Clouds Could Clear Way To Saving Planet
February 10 2005
Earth looks as if it is about to overheat. Temperatures are rising, ice sheets are melting and all the evidence points towards a greenhouse future. But what if we could reduce the planet's temperature? Would that give us some time to wean ourselves off fossil fuels and find alternative sources of energy?
This is what a group of eminent atmospheric physicists and an engineer are proposing, and they have come up with an idea to halt the Earth's warming.
Using nothing more than salt water and wind power, they have designed a device that will increase the reflectivity of some of the Earth's clouds, bouncing more incoming sunlight back into space. They argue that this natural heat shield could be turned on and off at will, giving us a vital extra few decades to sort out the mess we are in. (image right from The Engineer Online)
John Latham, an atmospheric physicist based at the National Center for Atmospheric Research in Colorado, first came up with the idea about 15 years ago.
"I outlined my idea in Nature, but at that time there wasn't a strong awareness of the global warming problem and so there wasn't a big response," he says.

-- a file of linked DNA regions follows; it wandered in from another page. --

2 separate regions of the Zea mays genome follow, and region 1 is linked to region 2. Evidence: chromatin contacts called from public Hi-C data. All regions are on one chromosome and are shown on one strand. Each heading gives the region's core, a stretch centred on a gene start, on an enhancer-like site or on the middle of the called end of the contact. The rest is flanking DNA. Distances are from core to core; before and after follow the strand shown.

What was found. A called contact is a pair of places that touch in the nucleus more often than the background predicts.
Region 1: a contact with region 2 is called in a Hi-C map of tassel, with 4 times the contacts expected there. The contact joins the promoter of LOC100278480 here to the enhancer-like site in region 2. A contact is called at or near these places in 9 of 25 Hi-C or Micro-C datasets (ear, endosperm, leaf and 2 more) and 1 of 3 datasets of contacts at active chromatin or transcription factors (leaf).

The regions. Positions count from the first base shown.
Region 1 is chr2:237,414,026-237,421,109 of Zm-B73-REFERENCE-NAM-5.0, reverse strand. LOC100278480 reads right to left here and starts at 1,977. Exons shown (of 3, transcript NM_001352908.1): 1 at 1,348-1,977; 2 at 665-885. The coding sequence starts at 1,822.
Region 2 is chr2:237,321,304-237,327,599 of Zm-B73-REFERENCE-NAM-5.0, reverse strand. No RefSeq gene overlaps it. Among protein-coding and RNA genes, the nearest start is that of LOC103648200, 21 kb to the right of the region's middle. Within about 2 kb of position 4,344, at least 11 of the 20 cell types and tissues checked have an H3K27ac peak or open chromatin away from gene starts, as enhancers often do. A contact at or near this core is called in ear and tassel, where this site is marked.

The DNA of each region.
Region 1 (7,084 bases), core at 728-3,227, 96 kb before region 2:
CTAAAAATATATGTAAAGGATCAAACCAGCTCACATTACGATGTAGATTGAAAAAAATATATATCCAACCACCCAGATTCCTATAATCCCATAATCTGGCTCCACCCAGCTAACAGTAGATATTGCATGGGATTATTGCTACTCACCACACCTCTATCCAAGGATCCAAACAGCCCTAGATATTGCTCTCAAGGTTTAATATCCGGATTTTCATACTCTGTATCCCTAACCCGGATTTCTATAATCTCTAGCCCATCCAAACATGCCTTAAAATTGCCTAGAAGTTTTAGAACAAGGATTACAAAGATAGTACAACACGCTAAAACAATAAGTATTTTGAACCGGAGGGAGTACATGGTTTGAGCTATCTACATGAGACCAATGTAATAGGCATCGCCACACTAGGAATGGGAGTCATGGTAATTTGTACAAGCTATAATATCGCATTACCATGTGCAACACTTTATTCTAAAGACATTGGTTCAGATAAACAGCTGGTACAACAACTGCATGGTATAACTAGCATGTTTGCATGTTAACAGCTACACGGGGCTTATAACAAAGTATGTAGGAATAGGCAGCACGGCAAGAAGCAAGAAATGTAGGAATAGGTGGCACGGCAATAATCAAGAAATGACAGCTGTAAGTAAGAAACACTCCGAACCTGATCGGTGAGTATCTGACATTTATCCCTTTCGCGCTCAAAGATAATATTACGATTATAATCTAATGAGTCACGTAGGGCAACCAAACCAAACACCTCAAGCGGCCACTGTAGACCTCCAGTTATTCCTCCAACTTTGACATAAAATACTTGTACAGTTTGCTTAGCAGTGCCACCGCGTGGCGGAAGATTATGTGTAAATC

But more recently, the idea of a greenhouse world has become a dinner-party conversation topic and suddenly everyone is interested in ways of preventing the Earth from turning into a sauna. Together with colleagues, Latham has resurrected the idea and this time people are starting to take it seriously.Clouds come in different colours, shapes and sizes and occur at various altitudes; not just any old cloud will do. An increase in the high-level, wispy, cirrus clouds would actually have the opposite of the desired effect: making the Earth warmer as they trap more heat in. (image left from enchantedlearning.com, click image for detail)
It turns out that the low-level, lumpy grey clouds, known as stratocumulus, are the best for the job, bouncing sunlight back into space, off their bright, shiny tops. (image right from private-pilot-ground-school.com)
Which is all very well, but how do you go about making stratocumulus cloud more reflective?
Stephen Salter, the innovative Edinburgh University engineer, (known best for his invention of Salter's duck - the 300-tonne floating canister designed to drive a generator from the motion of bobbing up and down on waves) thinks he has the key. (image left of Professor Salter, from nek.no)
"We need to atomise seawater and throw tiny droplets into the air," he says. The idea is that this fine mist of sea-spray evaporates, leaving tiny particles of sea salt that get sucked up into marine stratocumulus clouds on rising currents of air.
These little particles act as centres for extra droplets to form. "Clouds become more reflective if you increase the number of droplets in them," explains Latham. A bonus of filling the clouds with smaller droplets is that they tend to last for longer, reflecting more sunlight back into space, before they disperse.